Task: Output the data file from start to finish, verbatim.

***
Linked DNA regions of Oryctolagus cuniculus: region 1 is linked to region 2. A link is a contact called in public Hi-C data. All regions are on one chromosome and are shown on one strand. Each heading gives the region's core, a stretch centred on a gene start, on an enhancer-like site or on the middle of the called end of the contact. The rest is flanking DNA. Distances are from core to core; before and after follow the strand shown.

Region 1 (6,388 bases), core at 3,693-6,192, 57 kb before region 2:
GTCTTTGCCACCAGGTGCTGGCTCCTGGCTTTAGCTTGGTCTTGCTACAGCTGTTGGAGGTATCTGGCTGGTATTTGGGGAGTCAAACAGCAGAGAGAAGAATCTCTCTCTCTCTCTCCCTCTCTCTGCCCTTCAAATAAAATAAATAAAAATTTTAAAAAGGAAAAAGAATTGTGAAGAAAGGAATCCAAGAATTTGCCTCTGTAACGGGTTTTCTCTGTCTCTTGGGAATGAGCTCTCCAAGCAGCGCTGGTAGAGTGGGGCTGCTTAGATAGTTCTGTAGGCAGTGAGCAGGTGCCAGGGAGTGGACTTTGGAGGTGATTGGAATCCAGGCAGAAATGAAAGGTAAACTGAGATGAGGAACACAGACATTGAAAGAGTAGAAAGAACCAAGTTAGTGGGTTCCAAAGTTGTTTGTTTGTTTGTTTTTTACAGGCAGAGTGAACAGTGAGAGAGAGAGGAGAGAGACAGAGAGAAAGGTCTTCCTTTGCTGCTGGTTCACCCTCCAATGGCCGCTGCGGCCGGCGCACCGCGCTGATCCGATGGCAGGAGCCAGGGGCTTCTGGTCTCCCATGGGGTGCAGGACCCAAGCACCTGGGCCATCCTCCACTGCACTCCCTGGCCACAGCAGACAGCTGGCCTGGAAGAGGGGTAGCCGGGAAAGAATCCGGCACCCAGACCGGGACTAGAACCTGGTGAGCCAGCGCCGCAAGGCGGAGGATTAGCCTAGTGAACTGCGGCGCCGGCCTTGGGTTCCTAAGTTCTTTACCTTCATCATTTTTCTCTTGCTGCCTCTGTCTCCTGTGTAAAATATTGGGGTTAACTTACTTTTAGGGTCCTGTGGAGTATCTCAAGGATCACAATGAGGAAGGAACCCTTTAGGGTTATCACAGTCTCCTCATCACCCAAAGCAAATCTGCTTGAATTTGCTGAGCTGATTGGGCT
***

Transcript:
Linked DNA regions of Oryctolagus cuniculus: region 1 is linked to region 2. A link is a contact called in public Hi-C data. All regions are on one chromosome and are shown on one strand. Each heading gives the region's core, a stretch centred on a gene start, on an enhancer-like site or on the middle of the called end of the contact. The rest is flanking DNA. Distances are from core to core; before and after follow the strand shown.

Region 1 (6,388 bases), core at 3,693-6,192, 57 kb before region 2:
GTCTTTGCCACCAGGTGCTGGCTCCTGGCTTTAGCTTGGTCTTGCTACAGCTGTTGGAGGTATCTGGCTGGTATTTGGGGAGTCAAACAGCAGAGAGAAGAATCTCTCTCTCTCTCTCCCTCTCTCTGCCCTTCAAATAAAATAAATAAAAATTTTAAAAAGGAAAAAGAATTGTGAAGAAAGGAATCCAAGAATTTGCCTCTGTAACGGGTTTTCTCTGTCTCTTGGGAATGAGCTCTCCAAGCAGCGCTGGTAGAGTGGGGCTGCTTAGATAGTTCTGTAGGCAGTGAGCAGGTGCCAGGGAGTGGACTTTGGAGGTGATTGGAATCCAGGCAGAAATGAAAGGTAAACTGAGATGAGGAACACAGACATTGAAAGAGTAGAAAGAACCAAGTTAGTGGGTTCCAAAGTTGTTTGTTTGTTTGTTTTTTACAGGCAGAGTGAACAGTGAGAGAGAGAGGAGAGAGACAGAGAGAAAGGTCTTCCTTTGCTGCTGGTTCACCCTCCAATGGCCGCTGCGGCCGGCGCACCGCGCTGATCCGATGGCAGGAGCCAGGGGCTTCTGGTCTCCCATGGGGTGCAGGACCCAAGCACCTGGGCCATCCTCCACTGCACTCCCTGGCCACAGCAGACAGCTGGCCTGGAAGAGGGGTAGCCGGGAAAGAATCCGGCACCCAGACCGGGACTAGAACCTGGTGAGCCAGCGCCGCAAGGCGGAGGATTAGCCTAGTGAACTGCGGCGCCGGCCTTGGGTTCCTAAGTTCTTTACCTTCATCATTTTTCTCTTGCTGCCTCTGTCTCCTGTGTAAAATATTGGGGTTAACTTACTTTTAGGGTCCTGTGGAGTATCTCAAGGATCACAATGAGGAAGGAACCCTTTAGGGTTATCACAGTCTCCTCATCACCCAAAGCAAATCTGCTTGAATTTGCTGAGCTGATTGGGCT